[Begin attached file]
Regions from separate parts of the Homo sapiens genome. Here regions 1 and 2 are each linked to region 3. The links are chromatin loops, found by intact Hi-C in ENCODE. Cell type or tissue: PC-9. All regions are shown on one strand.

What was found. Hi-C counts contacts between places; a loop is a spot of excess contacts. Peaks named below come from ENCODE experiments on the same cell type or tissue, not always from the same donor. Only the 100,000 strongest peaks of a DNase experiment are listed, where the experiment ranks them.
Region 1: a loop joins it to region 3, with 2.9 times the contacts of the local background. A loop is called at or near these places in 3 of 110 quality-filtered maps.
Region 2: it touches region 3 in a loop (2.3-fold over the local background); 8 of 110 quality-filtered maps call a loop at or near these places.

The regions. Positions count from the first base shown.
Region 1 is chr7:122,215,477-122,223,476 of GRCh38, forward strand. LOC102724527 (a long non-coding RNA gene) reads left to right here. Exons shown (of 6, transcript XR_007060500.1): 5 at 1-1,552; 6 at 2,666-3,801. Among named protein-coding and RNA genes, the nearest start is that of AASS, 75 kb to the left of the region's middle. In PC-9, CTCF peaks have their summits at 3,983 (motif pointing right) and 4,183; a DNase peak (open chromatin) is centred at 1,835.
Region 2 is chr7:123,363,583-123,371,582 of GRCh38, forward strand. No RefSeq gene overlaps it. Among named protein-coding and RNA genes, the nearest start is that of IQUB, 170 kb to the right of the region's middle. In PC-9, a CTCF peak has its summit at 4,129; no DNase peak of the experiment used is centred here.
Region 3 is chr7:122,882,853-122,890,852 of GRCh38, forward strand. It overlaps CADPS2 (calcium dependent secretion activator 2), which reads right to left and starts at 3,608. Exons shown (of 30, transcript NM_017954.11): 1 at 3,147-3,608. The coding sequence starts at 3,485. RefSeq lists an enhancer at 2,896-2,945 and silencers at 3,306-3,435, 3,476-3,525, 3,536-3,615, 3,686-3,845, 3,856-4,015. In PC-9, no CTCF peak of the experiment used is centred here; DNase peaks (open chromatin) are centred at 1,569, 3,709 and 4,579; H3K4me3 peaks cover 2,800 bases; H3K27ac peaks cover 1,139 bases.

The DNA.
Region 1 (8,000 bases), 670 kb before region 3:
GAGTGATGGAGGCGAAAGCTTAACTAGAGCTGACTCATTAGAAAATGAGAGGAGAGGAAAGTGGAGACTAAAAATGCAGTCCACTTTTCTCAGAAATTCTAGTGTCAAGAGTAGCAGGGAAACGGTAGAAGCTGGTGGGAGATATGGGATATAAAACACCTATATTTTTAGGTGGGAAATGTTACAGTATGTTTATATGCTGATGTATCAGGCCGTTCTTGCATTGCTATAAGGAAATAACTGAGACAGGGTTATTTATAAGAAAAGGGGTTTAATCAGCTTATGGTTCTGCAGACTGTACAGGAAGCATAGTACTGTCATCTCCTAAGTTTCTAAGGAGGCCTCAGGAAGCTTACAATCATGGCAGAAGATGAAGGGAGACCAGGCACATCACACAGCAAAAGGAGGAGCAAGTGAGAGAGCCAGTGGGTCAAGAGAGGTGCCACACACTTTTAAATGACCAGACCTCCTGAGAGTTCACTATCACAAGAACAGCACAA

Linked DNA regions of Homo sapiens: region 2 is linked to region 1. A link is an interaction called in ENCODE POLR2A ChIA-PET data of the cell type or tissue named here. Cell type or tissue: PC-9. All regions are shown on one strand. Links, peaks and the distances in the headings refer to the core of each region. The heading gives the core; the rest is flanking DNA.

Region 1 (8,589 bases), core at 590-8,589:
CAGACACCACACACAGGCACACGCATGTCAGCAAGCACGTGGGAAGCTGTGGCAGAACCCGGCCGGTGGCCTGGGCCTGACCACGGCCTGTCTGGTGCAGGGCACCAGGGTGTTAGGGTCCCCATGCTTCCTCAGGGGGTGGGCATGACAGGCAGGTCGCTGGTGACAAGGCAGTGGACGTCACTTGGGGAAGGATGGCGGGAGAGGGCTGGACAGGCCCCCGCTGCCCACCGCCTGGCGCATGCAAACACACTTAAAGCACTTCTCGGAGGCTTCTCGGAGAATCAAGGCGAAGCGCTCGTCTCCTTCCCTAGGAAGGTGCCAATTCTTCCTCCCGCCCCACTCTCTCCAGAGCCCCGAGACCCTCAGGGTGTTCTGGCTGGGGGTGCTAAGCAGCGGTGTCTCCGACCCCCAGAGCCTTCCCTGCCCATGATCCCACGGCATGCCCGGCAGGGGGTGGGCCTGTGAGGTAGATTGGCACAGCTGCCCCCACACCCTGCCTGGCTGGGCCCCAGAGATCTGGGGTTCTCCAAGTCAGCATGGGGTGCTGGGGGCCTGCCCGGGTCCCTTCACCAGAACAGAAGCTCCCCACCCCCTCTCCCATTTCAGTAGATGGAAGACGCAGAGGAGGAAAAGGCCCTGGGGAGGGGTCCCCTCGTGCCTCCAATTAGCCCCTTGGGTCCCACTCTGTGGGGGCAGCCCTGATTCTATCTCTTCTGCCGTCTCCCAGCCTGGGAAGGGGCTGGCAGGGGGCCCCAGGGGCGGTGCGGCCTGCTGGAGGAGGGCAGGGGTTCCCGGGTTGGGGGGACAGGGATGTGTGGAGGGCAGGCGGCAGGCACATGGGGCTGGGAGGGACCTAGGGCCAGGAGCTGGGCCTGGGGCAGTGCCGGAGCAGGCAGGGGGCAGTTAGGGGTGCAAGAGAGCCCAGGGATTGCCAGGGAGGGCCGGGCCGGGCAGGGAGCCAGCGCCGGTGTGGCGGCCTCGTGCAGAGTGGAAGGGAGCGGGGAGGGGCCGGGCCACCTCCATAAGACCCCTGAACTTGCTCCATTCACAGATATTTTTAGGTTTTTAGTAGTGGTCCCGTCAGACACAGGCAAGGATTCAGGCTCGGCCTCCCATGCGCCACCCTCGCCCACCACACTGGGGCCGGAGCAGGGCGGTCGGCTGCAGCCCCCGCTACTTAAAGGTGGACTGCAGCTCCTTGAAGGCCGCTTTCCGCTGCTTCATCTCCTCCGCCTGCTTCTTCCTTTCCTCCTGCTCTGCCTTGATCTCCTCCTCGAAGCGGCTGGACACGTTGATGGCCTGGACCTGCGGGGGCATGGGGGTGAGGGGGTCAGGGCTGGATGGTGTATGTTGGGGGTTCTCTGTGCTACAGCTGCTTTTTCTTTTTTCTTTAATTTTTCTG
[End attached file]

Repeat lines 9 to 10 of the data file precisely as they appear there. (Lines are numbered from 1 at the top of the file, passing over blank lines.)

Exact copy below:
The DNA.
Region 1 (8,000 bases), 670 kb before region 3: